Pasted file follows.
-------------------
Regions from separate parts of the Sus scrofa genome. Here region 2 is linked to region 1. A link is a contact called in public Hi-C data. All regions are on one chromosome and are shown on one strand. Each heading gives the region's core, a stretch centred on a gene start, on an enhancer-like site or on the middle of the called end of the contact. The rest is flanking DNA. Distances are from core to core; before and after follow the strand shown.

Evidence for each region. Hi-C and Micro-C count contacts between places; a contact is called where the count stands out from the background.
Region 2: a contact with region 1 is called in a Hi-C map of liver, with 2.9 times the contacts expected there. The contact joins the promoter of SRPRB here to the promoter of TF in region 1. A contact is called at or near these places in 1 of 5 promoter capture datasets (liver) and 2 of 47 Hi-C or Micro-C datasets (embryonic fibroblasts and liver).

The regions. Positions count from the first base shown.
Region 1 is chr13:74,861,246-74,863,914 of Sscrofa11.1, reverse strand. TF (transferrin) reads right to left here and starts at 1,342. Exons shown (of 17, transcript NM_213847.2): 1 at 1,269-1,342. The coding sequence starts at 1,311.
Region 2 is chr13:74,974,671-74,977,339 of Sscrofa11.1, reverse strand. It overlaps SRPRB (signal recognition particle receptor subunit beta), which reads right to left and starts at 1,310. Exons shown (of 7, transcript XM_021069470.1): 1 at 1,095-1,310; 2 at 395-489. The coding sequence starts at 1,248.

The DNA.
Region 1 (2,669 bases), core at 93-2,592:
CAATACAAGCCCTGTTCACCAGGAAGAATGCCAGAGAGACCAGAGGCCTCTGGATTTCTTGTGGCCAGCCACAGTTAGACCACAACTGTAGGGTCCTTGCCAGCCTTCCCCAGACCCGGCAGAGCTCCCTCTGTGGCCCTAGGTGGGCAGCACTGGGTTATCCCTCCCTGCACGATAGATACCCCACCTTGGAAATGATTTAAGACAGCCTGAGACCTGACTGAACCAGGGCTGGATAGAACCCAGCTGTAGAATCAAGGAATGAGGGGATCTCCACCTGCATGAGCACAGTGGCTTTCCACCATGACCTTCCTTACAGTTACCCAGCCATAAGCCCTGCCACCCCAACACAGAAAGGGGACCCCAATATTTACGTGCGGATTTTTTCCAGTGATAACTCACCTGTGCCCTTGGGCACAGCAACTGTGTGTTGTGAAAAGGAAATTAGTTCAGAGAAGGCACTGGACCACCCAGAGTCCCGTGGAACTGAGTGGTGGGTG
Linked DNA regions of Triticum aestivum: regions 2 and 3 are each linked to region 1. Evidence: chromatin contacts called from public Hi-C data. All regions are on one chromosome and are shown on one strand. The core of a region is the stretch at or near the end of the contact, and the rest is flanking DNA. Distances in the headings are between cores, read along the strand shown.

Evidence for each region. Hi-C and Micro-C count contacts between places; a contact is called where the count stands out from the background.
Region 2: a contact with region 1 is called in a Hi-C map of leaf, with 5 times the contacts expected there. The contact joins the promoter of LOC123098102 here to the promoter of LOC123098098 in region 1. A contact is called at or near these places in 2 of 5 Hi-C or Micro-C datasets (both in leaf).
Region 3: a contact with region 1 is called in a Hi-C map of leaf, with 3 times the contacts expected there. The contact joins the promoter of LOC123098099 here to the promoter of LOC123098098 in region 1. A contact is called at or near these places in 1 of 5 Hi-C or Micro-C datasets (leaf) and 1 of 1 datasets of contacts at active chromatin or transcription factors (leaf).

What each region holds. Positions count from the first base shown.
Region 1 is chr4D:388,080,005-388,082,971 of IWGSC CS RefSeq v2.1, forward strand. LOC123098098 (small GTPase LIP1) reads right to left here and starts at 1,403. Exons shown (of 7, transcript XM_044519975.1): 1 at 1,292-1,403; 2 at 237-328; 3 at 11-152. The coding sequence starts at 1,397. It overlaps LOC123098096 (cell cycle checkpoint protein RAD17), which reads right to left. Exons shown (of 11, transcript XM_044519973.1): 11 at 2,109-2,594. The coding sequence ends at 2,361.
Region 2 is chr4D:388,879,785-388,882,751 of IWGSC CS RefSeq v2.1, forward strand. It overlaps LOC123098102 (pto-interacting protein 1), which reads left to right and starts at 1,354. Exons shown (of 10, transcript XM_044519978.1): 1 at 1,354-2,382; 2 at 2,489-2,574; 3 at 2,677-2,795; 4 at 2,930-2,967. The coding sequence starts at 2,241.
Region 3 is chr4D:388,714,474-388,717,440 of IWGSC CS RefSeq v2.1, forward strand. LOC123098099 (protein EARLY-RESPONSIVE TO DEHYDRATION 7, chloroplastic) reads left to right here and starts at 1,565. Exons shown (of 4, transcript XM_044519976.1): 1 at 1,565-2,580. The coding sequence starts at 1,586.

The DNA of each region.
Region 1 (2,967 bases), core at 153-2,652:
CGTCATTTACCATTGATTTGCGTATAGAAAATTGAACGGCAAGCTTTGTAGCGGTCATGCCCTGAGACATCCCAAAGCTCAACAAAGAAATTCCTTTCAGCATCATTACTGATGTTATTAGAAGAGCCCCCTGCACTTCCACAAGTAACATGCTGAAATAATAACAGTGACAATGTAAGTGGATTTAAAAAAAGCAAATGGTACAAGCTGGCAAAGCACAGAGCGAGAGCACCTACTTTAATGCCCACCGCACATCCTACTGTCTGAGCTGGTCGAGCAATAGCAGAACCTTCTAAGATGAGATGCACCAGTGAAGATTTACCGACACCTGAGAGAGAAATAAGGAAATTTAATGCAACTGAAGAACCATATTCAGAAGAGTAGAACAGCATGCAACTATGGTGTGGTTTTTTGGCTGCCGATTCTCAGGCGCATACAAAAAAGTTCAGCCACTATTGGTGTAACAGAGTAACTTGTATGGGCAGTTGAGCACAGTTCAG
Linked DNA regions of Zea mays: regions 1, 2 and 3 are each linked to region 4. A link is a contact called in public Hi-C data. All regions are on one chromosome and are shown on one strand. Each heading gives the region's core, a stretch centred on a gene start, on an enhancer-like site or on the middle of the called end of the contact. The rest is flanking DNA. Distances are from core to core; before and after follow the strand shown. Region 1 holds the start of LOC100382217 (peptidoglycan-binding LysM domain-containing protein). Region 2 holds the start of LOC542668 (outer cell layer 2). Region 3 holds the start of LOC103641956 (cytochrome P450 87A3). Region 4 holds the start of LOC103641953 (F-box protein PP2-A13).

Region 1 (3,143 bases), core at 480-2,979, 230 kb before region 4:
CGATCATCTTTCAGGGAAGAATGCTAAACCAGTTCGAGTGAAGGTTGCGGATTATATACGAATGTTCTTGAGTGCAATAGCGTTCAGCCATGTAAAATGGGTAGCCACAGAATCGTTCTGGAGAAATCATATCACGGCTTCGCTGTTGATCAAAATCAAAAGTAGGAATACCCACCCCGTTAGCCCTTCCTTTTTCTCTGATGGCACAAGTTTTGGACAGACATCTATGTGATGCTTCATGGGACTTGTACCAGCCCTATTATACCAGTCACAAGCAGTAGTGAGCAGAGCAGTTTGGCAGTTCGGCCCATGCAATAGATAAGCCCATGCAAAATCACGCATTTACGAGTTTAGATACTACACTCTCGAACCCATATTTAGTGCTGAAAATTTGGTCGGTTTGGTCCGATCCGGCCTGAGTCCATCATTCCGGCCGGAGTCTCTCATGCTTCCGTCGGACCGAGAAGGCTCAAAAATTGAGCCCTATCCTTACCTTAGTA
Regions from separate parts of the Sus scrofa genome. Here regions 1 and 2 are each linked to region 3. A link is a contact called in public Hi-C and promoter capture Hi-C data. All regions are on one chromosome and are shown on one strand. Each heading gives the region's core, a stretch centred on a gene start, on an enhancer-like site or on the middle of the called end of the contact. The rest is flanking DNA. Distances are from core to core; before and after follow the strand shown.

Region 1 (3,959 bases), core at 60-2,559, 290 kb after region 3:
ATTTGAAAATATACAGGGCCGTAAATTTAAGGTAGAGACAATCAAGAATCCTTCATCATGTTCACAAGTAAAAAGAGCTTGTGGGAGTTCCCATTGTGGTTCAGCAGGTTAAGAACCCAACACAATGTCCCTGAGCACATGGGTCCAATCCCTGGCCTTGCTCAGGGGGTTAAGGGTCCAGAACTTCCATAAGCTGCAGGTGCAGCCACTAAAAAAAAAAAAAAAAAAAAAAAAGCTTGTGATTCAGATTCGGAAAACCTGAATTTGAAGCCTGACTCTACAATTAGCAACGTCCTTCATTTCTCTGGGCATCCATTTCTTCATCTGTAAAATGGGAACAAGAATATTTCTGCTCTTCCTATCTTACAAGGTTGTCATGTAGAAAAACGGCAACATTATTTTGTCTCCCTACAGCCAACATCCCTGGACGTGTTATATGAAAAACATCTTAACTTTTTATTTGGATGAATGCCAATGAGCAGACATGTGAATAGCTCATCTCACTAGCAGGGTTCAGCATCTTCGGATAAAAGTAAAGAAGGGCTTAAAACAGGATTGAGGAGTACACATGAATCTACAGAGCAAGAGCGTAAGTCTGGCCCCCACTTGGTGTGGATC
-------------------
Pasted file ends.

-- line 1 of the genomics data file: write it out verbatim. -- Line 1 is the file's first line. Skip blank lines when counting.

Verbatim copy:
Regions from separate parts of the Sus scrofa genome. Here region 2 is linked to region 1. A link is a contact called in public Hi-C data. All regions are on one chromosome and are shown on one strand. Each heading gives the region's core, a stretch centred on a gene start, on an enhancer-like site or on the middle of the called end of the contact. The rest is flanking DNA. Distances are from core to core; before and after follow the strand shown.